Tuesday, November 19, 2013

Don't swallow Hibernate exceptions!

Every once in a while, I see a code pattern that makes me go "hmmm". Once instance of this is code that catches a Hibernate exception within a transaction and swallows it before doing some compensating action. Normally, the usual pattern is that if Hibernate throws an exception, you let it propagate past the transaction boundary, rolling back the transaction, before handling the error. You violate the established practice at your peril.

What peril? Well, Hibernate's reference manual says the following (section 13.2.3 on Exception Handling):

If the Session throws an exception, including any SQLException, immediately rollback the database transaction, call Session.close() and discard the Session instance. Certain methods of Session will not leave the session in a consistent state. No exception thrown by Hibernate can be treated as recoverable.

I have emphasized the relevant text in bold. If you're catching the exception to do some other action within the same transaction, there is a chance you're corrupting data. If you're lucky, at some point the transaction got marked rollback-only and Hibernate will not let you commit the mischief. But the Hibernate folks are saying that all bets are off if you swallow that exception.

If you think about it, this sort of pattern makes no sense in a transactional setting. When you demarcate an operation as being transactional, you are saying "this operation either succeeds entirely, or it fails entirely as if it never happened". Atomicity is a guarantee of a transaction. So if Hibernate throws an exception it means the operation has failed, and you're mucking with the meaning of a transaction if you attempt a compensating action. If you want to log an error, retry or otherwise record a failure, you are free to do it outside of that transaction.

Wednesday, June 26, 2013

Dynamically changing a log4j configuration

For most of my career, I've used log4j as my logging back end. Whether during development, testing or production, I've encountered situations where I need to change the log level of a running web app on Tomcat. Restarting the application is often not feasible: either the situation I'm trying to diagnose would be wiped out, or other users would be impacted.  Here's an easy tweak, if you're using Spring, to dynamically change a log4j configuration. With this addition to your web.xml, log4j will pick up any changes you make to your log4j.properties file within 5 seconds:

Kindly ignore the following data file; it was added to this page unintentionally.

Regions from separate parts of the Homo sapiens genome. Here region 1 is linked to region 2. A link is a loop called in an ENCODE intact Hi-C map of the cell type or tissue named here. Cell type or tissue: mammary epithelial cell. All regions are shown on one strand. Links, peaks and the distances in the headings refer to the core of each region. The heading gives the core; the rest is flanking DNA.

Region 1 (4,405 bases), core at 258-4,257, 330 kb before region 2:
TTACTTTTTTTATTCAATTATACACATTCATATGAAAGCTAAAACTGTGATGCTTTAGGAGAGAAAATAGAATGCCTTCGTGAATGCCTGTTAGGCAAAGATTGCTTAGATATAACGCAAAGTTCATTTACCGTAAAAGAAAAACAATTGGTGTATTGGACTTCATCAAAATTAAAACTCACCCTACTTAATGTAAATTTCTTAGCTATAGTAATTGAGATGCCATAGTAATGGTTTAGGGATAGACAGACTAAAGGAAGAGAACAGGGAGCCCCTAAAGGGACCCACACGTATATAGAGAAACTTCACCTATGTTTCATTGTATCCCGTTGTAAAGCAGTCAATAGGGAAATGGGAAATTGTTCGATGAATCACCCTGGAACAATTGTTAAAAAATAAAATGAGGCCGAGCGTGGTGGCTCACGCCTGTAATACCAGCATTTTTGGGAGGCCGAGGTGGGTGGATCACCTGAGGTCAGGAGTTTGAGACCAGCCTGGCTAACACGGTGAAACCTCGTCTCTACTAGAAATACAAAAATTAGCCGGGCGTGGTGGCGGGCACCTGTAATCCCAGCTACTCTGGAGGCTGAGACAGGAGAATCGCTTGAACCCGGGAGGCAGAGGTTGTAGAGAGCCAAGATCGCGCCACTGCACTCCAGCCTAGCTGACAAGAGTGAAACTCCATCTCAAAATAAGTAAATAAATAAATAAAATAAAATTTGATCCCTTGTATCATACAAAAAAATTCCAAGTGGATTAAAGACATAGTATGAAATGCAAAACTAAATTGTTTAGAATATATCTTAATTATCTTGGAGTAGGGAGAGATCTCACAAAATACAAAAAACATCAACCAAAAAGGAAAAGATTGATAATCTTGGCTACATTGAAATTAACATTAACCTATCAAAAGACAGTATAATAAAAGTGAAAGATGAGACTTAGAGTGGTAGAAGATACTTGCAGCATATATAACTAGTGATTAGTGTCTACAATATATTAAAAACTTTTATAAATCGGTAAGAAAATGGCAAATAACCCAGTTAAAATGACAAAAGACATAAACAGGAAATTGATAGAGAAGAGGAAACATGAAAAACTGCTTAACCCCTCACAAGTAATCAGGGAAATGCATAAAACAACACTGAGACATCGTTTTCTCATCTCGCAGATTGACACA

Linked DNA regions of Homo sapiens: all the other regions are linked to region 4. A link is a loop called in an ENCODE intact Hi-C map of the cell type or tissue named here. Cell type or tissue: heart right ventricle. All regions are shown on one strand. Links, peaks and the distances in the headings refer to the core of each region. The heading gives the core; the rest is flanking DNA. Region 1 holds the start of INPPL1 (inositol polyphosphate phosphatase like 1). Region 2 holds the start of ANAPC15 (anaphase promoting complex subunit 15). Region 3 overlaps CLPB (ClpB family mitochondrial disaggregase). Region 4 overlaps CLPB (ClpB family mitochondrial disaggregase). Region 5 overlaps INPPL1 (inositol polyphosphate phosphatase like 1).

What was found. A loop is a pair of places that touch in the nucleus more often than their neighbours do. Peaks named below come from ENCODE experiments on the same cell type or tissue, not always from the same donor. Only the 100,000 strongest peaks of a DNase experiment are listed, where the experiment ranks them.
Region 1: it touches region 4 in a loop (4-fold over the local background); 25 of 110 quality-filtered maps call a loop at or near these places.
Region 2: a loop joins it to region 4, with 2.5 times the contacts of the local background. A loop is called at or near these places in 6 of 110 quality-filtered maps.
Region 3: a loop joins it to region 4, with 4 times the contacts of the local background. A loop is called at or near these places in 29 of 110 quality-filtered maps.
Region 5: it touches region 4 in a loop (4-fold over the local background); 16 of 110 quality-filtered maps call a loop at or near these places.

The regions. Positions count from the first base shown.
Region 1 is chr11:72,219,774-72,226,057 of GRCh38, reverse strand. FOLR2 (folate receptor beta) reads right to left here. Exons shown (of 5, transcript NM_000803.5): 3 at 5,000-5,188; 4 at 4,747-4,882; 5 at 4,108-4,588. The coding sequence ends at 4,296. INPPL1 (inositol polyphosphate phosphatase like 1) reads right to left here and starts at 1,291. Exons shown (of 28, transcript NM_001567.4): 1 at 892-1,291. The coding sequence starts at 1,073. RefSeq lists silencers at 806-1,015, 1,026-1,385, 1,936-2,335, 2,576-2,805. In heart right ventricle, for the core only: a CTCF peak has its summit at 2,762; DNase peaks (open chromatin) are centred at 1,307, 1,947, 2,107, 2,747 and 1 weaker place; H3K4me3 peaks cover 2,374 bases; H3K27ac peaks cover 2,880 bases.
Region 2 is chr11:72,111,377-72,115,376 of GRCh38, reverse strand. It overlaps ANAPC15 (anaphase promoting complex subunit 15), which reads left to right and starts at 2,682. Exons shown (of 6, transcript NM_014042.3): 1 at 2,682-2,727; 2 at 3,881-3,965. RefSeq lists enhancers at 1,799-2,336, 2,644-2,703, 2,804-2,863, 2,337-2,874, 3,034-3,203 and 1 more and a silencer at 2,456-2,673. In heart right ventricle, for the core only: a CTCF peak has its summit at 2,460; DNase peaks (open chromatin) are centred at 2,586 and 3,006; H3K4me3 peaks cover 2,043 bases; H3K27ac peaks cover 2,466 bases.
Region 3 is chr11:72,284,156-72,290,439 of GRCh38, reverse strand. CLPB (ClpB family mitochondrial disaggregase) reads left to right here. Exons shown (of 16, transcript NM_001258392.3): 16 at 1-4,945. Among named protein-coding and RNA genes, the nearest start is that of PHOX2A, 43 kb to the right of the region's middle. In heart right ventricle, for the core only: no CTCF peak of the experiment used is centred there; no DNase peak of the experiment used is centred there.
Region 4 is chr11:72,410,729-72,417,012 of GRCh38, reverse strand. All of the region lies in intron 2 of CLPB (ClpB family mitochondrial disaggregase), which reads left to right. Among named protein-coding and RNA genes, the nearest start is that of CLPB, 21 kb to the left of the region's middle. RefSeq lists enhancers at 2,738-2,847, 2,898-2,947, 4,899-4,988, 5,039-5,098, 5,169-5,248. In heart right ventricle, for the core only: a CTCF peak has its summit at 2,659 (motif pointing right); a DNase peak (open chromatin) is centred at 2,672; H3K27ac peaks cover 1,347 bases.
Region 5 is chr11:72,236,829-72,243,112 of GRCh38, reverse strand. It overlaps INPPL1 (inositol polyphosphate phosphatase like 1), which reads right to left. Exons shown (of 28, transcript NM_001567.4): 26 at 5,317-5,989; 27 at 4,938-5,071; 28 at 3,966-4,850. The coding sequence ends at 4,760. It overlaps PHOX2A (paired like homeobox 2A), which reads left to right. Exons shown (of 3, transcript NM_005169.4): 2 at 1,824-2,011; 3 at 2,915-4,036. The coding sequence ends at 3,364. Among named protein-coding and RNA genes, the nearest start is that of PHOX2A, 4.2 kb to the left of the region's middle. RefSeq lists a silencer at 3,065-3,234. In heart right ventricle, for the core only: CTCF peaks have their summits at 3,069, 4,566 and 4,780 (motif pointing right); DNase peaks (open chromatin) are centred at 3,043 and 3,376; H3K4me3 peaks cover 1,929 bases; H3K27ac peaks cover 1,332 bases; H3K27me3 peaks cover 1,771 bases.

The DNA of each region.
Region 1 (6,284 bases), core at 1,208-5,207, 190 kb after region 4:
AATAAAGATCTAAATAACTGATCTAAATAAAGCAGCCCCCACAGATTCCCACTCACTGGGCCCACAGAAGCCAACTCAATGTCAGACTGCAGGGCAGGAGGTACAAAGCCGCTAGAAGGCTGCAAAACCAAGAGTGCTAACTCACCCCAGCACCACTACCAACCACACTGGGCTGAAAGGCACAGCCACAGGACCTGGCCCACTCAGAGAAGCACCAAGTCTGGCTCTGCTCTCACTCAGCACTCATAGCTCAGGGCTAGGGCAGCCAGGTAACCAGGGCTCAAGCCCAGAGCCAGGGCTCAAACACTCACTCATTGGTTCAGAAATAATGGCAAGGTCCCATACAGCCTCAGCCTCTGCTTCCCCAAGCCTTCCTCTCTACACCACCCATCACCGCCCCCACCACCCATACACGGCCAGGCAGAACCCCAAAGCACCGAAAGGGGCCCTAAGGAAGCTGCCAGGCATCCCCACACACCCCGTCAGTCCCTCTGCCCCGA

The log4jRefreshInterval parameter is the key. Without that, the log4j configuration won't reload. While this solution is documented separately elsewhere, I wanted to call attention to this tweak because it really deserves wider knowledge.
There are, of course, other possible approaches such as writing your own custom JMX MBean, a custom servlet or using JRebel. These have their own advantages and disadvantages, but I feel the Spring Log4jConfigListener approach is the easiest and most straighforward for a developer.

Thursday, March 28, 2013

Is your language strongly, weakly, statically or dynamically typed?

Would you describe a programming language to be strongly typed, weakly typed, statically typed or dynamically typed? People often use the terms "strongly typed" and "statically typed" interchangeably, and likewise "weakly typed" and "dynamically typed" are often used to mean the same thing. I think this imprecision of terminology is unfortunate. That is, the definition of strong v.s. weak typing is so vague that I would claim it's possible to see them as completely orthogonal concepts.

Wednesday, February 27, 2013

Yammer/Chatter as an alternative to your daily scrum

The daily standup meeting, also known as the daily scrum, did not work very well for me. One day, we looked at each other and asked "does anyone actually want to do this?" Nobody did, so that was the end of the daily scrum. The intention is admirable: you want team members to get a status update and know what's going on with the rest of the team. But the daily scrum seems the wrong way to accomplish that. There must be better ways.

Tuesday, January 15, 2013

Don’t forget to index your Oracle foreign keys

This is another note-to-myself blog post. Like PostgreSQL, Oracle does not create indexes on foreign key columns. This can lead to both poor performance and deadlocks. This is because when the parent table’s column where the foreign key points to is updated Oracle needs to verify the child table’s FK constraints. In the absence of an index, this means a full table scan and a table lock. Normally foreign keys point to primary keys in the parent table, and you rarely need to change a primary key, so you’d think this should not happen often. But deleting rows from the parent table also has the potential of violating FK constraints. So operations that delete rows in the parent table can result in deadlocks in some cases.
Anyway, here’s the Oracle script to identify unindexed foreign keys:

Friday, January 4, 2013

JmsTemplate is not evil

A while back, I watched a presentation on JMS messaging where the presenter (Mark Richards) declared that Spring’s JmsTemplate is “evil,” and he had the benchmarks to prove it. Since Mark was kind enough to provide the source code (based on ActiveMQ), I decided to dig a little deeper to determine the cause. It turns out that the apparent poor performance of JmsTemplate was not due to anything intrinsic to this class, and you can indeed get message sending performance with it comparable to using the standard JMS API. It’s not evil. Really.

Read on if you want the details.